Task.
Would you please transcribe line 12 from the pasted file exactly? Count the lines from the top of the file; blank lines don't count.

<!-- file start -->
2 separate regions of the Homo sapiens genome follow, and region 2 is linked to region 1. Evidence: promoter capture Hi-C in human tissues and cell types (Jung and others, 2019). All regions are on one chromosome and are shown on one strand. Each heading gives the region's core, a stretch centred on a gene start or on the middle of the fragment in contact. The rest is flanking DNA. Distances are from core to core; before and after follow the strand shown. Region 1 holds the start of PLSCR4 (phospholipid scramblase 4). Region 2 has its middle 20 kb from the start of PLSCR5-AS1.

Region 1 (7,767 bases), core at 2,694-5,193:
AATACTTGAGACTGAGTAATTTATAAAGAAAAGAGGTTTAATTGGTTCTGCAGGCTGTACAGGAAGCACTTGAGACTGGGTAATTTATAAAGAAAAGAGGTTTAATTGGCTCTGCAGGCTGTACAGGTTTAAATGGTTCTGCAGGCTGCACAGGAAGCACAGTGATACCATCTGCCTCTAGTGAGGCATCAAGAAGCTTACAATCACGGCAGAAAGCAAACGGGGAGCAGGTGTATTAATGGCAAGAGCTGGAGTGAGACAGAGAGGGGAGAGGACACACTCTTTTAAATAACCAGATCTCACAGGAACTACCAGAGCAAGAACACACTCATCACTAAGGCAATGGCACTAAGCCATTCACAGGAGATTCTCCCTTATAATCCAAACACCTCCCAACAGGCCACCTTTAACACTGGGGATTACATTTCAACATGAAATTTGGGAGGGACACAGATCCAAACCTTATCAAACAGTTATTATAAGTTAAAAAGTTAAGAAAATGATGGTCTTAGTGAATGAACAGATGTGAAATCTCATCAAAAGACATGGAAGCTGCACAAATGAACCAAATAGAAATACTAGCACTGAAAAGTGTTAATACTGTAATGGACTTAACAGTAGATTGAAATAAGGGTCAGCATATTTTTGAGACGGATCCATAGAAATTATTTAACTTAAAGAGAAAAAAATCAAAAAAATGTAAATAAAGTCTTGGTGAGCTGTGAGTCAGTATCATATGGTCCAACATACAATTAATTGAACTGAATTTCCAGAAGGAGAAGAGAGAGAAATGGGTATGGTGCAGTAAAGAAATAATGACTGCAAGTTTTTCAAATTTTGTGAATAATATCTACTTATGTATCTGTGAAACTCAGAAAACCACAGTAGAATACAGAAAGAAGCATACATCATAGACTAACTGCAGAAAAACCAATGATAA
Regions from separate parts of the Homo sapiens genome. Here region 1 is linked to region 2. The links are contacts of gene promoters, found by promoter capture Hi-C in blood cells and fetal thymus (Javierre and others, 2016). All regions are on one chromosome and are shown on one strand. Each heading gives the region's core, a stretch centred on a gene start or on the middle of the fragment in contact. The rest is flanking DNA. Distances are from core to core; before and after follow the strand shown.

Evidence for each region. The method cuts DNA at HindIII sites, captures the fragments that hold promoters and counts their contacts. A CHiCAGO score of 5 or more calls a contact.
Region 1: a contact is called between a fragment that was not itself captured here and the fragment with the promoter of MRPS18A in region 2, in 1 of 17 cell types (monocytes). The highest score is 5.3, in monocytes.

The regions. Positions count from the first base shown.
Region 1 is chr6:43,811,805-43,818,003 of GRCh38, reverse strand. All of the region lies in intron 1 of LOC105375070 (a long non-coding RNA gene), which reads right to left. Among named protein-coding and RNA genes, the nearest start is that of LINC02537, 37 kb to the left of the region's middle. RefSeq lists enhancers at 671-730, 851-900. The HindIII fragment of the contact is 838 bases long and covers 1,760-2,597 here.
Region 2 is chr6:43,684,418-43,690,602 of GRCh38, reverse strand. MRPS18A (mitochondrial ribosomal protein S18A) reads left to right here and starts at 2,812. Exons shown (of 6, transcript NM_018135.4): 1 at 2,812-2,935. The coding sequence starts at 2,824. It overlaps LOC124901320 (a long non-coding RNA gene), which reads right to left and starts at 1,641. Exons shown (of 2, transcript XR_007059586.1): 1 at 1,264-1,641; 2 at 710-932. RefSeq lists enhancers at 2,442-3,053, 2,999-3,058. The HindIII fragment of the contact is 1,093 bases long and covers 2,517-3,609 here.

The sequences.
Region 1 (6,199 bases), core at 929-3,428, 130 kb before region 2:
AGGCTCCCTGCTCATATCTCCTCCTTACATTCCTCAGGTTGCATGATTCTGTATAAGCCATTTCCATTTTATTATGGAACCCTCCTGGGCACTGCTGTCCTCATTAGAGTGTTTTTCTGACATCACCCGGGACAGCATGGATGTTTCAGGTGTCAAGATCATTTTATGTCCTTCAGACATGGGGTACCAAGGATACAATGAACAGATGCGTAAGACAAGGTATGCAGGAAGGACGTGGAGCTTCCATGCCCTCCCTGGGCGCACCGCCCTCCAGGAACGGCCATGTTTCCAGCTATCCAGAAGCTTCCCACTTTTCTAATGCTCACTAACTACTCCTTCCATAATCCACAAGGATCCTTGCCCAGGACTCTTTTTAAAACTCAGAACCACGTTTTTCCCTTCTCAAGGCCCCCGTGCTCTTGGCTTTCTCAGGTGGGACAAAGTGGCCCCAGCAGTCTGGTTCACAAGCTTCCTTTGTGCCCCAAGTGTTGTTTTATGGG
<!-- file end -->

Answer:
AGGCTCCCTGCTCATATCTCCTCCTTACATTCCTCAGGTTGCATGATTCTGTATAAGCCATTTCCATTTTATTATGGAACCCTCCTGGGCACTGCTGTCCTCATTAGAGTGTTTTTCTGACATCACCCGGGACAGCATGGATGTTTCAGGTGTCAAGATCATTTTATGTCCTTCAGACATGGGGTACCAAGGATACAATGAACAGATGCGTAAGACAAGGTATGCAGGAAGGACGTGGAGCTTCCATGCCCTCCCTGGGCGCACCGCCCTCCAGGAACGGCCATGTTTCCAGCTATCCAGAAGCTTCCCACTTTTCTAATGCTCACTAACTACTCCTTCCATAATCCACAAGGATCCTTGCCCAGGACTCTTTTTAAAACTCAGAACCACGTTTTTCCCTTCTCAAGGCCCCCGTGCTCTTGGCTTTCTCAGGTGGGACAAAGTGGCCCCAGCAGTCTGGTTCACAAGCTTCCTTTGTGCCCCAAGTGTTGTTTTATGGG